%I #28 Jan 11 2020 15:57:47
%S 3,23,25165823
%N a(n)= ackb(n,3) where ackb is the AckermannBurnell function.
%C ackb(x,z) =
%C { x+2 for z=0
%C {
%C { z for x=0, z>0
%C {
%C { ackb(ackb(x1,z), z1) for x,z > 0
%C This version of the Ackermann function was created with the goal of creating the fastest growth with the least total number of operators, recursive calls, and conditional tests. Check the link for more details.
%C The reason we take ackb(n,3) is that it is the only sequence that can have its own entry in the OEIS.
%C a(3) has 7575669 decimal digits and is too big to be included in the data section.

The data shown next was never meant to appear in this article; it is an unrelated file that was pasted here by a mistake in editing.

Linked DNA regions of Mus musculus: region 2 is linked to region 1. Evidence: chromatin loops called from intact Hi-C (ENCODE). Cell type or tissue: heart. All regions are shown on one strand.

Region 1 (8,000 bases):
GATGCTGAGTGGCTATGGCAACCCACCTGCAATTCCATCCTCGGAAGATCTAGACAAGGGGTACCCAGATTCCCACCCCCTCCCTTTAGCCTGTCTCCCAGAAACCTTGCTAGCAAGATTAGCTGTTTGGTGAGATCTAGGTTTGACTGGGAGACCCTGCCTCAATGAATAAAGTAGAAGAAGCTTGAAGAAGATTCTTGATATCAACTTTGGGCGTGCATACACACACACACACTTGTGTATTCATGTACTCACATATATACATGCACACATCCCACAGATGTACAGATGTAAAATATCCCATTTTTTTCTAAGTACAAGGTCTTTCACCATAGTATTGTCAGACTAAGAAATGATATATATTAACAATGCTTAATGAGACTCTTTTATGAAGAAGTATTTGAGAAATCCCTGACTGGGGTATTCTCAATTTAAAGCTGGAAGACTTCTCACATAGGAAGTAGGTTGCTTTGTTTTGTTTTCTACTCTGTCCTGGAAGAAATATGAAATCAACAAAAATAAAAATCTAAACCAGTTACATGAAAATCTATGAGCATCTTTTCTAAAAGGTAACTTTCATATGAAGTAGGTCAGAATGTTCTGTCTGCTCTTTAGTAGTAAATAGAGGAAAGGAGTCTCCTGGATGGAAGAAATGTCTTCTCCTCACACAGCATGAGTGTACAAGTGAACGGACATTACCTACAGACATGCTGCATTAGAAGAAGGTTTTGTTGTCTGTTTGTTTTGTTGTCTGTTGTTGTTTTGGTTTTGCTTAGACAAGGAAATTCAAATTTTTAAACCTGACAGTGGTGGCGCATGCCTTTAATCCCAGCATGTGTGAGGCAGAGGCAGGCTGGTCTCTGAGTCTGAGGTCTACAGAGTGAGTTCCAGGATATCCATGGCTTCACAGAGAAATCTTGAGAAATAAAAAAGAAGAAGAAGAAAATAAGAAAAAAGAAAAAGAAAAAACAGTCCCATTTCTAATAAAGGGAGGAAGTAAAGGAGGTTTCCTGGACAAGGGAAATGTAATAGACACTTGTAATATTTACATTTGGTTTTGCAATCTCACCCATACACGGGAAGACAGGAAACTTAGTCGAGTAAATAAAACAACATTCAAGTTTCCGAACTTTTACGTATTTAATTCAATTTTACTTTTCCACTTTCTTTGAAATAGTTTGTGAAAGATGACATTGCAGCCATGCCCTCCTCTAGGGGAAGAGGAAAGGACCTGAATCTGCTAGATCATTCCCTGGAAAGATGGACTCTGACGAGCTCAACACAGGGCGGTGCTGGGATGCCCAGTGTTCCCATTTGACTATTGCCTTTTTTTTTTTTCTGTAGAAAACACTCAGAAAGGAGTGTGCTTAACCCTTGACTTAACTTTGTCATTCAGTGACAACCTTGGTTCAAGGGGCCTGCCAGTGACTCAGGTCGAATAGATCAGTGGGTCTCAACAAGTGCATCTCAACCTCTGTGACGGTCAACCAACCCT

%H Robert Munafo, <a href="http://mrob.com/pub/math/ln2deep.html">Versions of Ackermann's functions</a>
%F a(n) = ackb(x,3) = (3/2) ie3(sqrt(8), x, 8/3)  1 where ie3(a, b, c) = a^(a^( ... a^c))) (with b copies of a).
%F For proof, check the link above.
%e a(1) = ackb(1,3) = (3/2) ie3(sqrt(8), 1, 8/3)  1 = (3/2)sqrt(8)^(8/3)  1 = (3/2)2^((3/2)(8/3))  1 = (3/2)16  1 = 23.
%t ie3[a_, b_, c_] := Nest[a^# &, c, b]; Table[(3/2) ie3[Sqrt@8, x, 8/3]  1, {x, 0, 2}] (* _Michael De Vlieger_, Dec 01 2015 *)
%Y Cf. A083329.
%K nonn
%O 0,1
%A _Natan Arie Consigli_, Nov 28 2015